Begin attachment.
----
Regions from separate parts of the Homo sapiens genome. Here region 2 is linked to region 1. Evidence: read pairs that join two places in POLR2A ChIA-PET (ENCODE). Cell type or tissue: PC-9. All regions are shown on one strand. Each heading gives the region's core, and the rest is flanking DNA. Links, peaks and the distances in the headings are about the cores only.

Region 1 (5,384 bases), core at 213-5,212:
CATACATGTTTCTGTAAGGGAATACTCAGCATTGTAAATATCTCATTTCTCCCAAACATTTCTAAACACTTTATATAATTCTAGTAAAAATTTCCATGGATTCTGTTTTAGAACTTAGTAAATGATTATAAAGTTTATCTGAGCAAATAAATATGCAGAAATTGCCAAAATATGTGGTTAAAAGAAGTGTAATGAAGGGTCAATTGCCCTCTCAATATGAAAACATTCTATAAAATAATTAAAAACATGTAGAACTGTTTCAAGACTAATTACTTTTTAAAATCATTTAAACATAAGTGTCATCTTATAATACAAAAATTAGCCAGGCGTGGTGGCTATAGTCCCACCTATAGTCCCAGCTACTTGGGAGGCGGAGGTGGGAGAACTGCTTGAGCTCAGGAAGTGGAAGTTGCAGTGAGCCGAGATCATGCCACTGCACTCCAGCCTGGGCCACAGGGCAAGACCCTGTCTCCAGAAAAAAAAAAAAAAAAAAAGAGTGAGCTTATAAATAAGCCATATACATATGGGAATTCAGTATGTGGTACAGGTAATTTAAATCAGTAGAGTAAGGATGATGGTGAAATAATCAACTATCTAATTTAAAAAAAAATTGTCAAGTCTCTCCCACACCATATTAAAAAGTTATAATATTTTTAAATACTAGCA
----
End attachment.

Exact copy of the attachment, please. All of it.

Regions from separate parts of the Homo sapiens genome. Here region 2 is linked to region 1. Evidence: read pairs that join two places in POLR2A ChIA-PET (ENCODE). Cell type or tissue: PC-9. All regions are shown on one strand. Each heading gives the region's core, and the rest is flanking DNA. Links, peaks and the distances in the headings are about the cores only.

Region 1 (5,384 bases), core at 213-5,212:
CATACATGTTTCTGTAAGGGAATACTCAGCATTGTAAATATCTCATTTCTCCCAAACATTTCTAAACACTTTATATAATTCTAGTAAAAATTTCCATGGATTCTGTTTTAGAACTTAGTAAATGATTATAAAGTTTATCTGAGCAAATAAATATGCAGAAATTGCCAAAATATGTGGTTAAAAGAAGTGTAATGAAGGGTCAATTGCCCTCTCAATATGAAAACATTCTATAAAATAATTAAAAACATGTAGAACTGTTTCAAGACTAATTACTTTTTAAAATCATTTAAACATAAGTGTCATCTTATAATACAAAAATTAGCCAGGCGTGGTGGCTATAGTCCCACCTATAGTCCCAGCTACTTGGGAGGCGGAGGTGGGAGAACTGCTTGAGCTCAGGAAGTGGAAGTTGCAGTGAGCCGAGATCATGCCACTGCACTCCAGCCTGGGCCACAGGGCAAGACCCTGTCTCCAGAAAAAAAAAAAAAAAAAAAGAGTGAGCTTATAAATAAGCCATATACATATGGGAATTCAGTATGTGGTACAGGTAATTTAAATCAGTAGAGTAAGGATGATGGTGAAATAATCAACTATCTAATTTAAAAAAAAATTGTCAAGTCTCTCCCACACCATATTAAAAAGTTATAATATTTTTAAATACTAGCA